Fast forward to current day, and “smart” forms have become the norm. Additionally, today, card not present transactions are undergoing quite a change themselves thanks to e-wallet types of applications or technologies that store the respective consumer’s payment info for quick and seamless access. The point here is the view is often murky at best when trying to determine just what the next big thing is going to be in online payments.

So whether you choose a low-cost merchant offering or feature-rich inclusive processing solutions — the consumer has to be the priority in order to continue to reach a saturated market. The good news is, no one has to go at it alone. There are plenty of e-commerce partners ready and willing to help out. And while developing a business plan is something nearly any merchant undertakes, one thing that can sometimes be a bit overlooked, or maybe even taken for granted, is the payment processing system/solution.

Particularly if the only question being asked is, “what are the rates”? You have to look at the consumer experience management and ask the bigger question: “what are the costs?” and “what are the cost to the business if we don’t offer the best consumer experience.”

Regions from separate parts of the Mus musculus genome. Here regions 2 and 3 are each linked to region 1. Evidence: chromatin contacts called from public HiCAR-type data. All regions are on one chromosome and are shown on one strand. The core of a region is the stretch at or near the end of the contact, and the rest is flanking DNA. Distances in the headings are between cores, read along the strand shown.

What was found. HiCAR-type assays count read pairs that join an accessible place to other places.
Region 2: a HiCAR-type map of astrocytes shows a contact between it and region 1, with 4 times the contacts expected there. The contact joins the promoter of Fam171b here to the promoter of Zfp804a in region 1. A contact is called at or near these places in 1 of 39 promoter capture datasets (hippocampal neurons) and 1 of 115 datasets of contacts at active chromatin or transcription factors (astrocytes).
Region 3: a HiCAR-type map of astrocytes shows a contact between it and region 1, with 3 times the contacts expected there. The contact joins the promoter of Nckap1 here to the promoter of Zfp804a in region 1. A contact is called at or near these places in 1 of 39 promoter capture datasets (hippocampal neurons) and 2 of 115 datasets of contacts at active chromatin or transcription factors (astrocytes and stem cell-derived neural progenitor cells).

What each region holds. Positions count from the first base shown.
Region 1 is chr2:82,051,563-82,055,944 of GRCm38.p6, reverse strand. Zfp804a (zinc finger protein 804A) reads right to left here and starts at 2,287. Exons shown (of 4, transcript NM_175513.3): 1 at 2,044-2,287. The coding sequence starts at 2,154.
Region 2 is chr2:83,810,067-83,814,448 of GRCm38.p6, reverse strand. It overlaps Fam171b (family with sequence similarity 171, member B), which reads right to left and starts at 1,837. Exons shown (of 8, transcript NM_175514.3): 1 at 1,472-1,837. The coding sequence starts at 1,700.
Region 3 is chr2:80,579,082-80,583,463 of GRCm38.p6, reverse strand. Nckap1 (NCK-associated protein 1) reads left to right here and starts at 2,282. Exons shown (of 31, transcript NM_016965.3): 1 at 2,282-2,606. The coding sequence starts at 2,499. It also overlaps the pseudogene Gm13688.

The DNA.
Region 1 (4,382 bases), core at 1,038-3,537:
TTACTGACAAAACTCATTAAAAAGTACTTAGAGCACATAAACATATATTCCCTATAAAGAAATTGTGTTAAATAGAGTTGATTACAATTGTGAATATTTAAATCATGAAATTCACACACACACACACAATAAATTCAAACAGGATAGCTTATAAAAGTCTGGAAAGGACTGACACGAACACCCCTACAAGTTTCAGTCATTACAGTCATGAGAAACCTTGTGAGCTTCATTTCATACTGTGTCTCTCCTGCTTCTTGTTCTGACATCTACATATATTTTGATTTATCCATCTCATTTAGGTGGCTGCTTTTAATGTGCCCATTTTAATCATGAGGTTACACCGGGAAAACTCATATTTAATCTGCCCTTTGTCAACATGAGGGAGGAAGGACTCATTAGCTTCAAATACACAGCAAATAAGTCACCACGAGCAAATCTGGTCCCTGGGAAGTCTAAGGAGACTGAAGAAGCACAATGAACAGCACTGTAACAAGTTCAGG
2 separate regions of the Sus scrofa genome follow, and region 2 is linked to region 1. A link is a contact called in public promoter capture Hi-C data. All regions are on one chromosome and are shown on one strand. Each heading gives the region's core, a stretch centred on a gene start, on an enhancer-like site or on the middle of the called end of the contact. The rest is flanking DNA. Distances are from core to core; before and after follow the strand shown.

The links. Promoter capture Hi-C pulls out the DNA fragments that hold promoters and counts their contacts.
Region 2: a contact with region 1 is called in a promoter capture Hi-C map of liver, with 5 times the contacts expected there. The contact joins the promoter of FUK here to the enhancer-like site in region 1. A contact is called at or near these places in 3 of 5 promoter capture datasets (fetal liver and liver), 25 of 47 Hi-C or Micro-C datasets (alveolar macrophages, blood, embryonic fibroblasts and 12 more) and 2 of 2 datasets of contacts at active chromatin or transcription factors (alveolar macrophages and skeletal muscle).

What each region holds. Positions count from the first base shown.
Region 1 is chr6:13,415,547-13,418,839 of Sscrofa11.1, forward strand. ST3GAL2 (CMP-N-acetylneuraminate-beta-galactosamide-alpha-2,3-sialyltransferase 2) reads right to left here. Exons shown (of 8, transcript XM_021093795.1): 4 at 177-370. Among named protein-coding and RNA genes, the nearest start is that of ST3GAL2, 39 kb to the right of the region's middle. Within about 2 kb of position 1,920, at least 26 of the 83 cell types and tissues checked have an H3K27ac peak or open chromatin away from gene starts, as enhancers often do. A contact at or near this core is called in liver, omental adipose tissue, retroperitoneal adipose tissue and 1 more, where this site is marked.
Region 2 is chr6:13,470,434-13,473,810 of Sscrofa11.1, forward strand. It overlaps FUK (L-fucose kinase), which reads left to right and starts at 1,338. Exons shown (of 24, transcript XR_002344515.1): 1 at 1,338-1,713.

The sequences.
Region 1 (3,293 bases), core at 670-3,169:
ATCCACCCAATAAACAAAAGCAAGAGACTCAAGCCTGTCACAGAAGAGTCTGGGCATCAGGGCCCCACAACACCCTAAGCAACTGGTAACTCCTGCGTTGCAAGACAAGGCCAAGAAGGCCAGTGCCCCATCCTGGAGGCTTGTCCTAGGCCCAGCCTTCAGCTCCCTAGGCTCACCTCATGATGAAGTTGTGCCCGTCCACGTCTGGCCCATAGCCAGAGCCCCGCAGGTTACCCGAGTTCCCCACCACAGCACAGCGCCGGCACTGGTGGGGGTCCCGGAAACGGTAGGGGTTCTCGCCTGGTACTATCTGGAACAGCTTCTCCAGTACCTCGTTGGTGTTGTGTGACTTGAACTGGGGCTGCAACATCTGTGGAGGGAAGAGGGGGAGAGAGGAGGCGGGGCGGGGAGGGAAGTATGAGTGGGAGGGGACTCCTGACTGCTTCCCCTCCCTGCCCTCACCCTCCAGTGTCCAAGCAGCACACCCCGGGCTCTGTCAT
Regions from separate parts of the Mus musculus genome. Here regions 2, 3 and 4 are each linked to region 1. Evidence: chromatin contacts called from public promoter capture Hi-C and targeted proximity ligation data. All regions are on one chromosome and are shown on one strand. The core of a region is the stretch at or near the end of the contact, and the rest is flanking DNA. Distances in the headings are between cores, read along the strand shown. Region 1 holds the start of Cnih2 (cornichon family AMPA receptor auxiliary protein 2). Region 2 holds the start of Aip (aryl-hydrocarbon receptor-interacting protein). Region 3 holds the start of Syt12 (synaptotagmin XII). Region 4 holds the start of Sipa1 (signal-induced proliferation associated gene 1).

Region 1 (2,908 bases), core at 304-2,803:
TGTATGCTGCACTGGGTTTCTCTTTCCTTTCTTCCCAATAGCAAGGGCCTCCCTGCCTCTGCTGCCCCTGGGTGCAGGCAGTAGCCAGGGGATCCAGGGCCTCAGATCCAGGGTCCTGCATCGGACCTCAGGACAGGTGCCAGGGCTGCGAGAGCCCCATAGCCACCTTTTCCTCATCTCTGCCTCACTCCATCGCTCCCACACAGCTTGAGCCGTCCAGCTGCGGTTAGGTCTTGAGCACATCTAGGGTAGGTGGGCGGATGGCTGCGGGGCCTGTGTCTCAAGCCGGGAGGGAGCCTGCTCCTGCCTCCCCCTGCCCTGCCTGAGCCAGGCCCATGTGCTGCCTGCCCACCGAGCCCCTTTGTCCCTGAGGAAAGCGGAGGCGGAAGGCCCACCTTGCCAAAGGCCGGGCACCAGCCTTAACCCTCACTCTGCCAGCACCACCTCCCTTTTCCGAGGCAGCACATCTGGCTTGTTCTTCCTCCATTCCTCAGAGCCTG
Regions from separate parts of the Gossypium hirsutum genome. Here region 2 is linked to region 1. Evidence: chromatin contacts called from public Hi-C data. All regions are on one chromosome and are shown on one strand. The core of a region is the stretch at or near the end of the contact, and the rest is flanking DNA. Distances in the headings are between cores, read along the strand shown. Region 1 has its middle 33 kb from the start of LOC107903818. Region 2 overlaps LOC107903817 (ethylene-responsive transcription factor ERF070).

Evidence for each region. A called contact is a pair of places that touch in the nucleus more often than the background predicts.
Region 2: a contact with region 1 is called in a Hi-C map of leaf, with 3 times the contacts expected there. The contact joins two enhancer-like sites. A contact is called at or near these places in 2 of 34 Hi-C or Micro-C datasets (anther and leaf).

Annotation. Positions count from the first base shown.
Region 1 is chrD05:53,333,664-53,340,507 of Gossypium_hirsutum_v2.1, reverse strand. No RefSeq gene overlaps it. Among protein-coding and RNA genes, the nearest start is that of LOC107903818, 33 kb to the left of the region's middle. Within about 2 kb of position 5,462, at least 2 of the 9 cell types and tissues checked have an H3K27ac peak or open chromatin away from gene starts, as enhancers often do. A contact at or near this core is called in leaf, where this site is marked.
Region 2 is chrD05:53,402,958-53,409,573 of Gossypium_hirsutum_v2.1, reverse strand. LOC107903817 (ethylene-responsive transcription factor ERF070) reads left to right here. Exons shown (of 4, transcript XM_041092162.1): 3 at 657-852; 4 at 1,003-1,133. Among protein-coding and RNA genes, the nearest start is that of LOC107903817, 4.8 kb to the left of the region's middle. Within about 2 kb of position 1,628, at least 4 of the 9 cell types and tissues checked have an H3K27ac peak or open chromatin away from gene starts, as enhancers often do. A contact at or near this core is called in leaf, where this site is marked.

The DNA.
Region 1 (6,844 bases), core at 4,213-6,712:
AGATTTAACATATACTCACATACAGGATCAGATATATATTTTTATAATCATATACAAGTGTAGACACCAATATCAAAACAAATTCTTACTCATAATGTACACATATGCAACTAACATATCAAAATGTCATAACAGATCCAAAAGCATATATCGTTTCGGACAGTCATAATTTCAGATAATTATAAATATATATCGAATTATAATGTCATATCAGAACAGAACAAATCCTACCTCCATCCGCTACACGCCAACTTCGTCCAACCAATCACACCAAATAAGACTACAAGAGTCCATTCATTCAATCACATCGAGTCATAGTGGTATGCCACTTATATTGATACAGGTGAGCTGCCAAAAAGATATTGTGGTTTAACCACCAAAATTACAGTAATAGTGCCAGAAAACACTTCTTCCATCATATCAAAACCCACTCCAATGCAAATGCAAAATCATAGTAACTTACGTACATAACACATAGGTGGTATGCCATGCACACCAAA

Two-Way Streets

Transactions, by their nature, are two-way streets. There is a buyer and a seller. That same logic can be applied to e-commerce. There is a merchant/business and a partner/provider. To really succeed into the next decade and beyond, it’s time to invest in the consumer. Partner with your e-commerce provider — whoever it is — to not only learn what’s new, but also to develop strategies.

As we go into the future of adult online entertainment, we can learn and evolve to embrace the new, the picky, and the erratic consumer to drive new sales and expand the business even more.

It is definitely not the same old e-commerce. It’s a new game.

Gary Jackson, managing vice president of sales and Internet markets for CCBill, brings 18 years of experience in the online media and commerce markets to the adult industry. Since joining CCBill in 2006, he has been a champion for expanding business opportunities for the industry, as indicated by CCBill’s diversification into dating and tangible markets, as well as expanding the CCBill billing automation platform to adapt to changing consumer buying habits. Jackson has been honored in online adult industry with the 2011 Cybersocket Business Person of the Year, the 2012 XBIZ Executive Leadership Award – Web, and was instrumental in helping CCBill be recognized in 2014 by XBIZ as the Progressive Web Company of the Year.